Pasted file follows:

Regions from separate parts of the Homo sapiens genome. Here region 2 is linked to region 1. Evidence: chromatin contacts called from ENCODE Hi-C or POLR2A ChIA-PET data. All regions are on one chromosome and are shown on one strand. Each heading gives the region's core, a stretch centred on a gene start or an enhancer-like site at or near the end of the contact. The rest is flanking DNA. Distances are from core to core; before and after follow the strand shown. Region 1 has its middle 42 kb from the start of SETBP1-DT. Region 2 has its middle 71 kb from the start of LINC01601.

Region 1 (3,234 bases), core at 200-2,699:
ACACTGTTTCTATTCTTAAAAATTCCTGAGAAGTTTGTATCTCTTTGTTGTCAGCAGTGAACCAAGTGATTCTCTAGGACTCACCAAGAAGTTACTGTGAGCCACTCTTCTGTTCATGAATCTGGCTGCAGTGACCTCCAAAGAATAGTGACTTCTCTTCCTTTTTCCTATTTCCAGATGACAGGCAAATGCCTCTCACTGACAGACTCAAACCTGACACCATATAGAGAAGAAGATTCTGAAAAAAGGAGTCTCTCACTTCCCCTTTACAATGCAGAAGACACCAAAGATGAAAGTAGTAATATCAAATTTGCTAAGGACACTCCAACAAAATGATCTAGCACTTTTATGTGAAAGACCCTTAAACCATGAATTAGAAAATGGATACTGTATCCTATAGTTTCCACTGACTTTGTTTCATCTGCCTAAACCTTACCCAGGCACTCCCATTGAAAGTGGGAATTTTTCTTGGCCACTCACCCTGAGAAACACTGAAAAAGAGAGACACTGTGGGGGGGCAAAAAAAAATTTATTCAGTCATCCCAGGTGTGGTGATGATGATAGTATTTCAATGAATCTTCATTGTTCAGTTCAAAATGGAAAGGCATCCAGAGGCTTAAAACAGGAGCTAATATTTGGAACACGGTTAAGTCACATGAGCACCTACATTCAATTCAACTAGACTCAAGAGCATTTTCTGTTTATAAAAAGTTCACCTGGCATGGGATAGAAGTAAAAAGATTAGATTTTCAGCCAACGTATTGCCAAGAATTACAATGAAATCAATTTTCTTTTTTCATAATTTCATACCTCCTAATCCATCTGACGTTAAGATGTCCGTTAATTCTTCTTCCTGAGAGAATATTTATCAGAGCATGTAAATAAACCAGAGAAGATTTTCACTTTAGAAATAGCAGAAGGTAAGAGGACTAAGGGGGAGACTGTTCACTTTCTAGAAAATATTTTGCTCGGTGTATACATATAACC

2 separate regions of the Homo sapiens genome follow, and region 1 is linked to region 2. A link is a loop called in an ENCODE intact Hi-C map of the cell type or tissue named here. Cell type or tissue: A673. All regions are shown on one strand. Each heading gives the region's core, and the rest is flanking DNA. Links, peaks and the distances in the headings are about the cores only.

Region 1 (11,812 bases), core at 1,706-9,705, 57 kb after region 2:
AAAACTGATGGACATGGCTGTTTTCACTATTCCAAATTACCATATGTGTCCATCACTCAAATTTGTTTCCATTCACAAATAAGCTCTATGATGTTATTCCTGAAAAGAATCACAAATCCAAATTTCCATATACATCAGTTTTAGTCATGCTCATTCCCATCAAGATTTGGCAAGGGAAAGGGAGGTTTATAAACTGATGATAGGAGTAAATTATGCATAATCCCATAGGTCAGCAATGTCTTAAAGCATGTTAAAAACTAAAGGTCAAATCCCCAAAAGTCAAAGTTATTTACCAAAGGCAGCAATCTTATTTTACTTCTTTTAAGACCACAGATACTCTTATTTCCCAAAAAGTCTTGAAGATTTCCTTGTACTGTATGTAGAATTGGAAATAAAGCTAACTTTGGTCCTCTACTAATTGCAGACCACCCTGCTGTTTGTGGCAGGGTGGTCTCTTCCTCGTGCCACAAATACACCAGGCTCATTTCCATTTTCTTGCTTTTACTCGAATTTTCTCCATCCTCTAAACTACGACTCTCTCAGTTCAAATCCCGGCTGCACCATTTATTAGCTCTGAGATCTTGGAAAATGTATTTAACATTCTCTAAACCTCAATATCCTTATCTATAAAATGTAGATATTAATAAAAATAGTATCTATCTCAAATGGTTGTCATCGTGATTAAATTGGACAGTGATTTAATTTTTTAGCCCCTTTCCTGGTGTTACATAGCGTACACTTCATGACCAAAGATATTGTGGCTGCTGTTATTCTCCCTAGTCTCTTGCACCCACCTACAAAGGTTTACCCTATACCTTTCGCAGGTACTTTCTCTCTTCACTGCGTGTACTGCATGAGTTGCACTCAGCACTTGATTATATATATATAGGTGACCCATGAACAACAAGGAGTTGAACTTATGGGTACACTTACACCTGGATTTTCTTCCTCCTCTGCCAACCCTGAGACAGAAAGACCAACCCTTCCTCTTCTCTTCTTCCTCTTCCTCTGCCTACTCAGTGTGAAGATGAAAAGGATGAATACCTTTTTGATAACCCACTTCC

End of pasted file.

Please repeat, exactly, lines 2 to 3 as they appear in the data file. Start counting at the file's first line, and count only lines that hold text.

Region 1 (3,234 bases), core at 200-2,699:
ACACTGTTTCTATTCTTAAAAATTCCTGAGAAGTTTGTATCTCTTTGTTGTCAGCAGTGAACCAAGTGATTCTCTAGGACTCACCAAGAAGTTACTGTGAGCCACTCTTCTGTTCATGAATCTGGCTGCAGTGACCTCCAAAGAATAGTGACTTCTCTTCCTTTTTCCTATTTCCAGATGACAGGCAAATGCCTCTCACTGACAGACTCAAACCTGACACCATATAGAGAAGAAGATTCTGAAAAAAGGAGTCTCTCACTTCCCCTTTACAATGCAGAAGACACCAAAGATGAAAGTAGTAATATCAAATTTGCTAAGGACACTCCAACAAAATGATCTAGCACTTTTATGTGAAAGACCCTTAAACCATGAATTAGAAAATGGATACTGTATCCTATAGTTTCCACTGACTTTGTTTCATCTGCCTAAACCTTACCCAGGCACTCCCATTGAAAGTGGGAATTTTTCTTGGCCACTCACCCTGAGAAACACTGAAAAAGAGAGACACTGTGGGGGGGCAAAAAAAAATTTATTCAGTCATCCCAGGTGTGGTGATGATGATAGTATTTCAATGAATCTTCATTGTTCAGTTCAAAATGGAAAGGCATCCAGAGGCTTAAAACAGGAGCTAATATTTGGAACACGGTTAAGTCACATGAGCACCTACATTCAATTCAACTAGACTCAAGAGCATTTTCTGTTTATAAAAAGTTCACCTGGCATGGGATAGAAGTAAAAAGATTAGATTTTCAGCCAACGTATTGCCAAGAATTACAATGAAATCAATTTTCTTTTTTCATAATTTCATACCTCCTAATCCATCTGACGTTAAGATGTCCGTTAATTCTTCTTCCTGAGAGAATATTTATCAGAGCATGTAAATAAACCAGAGAAGATTTTCACTTTAGAAATAGCAGAAGGTAAGAGGACTAAGGGGGAGACTGTTCACTTTCTAGAAAATATTTTGCTCGGTGTATACATATAACC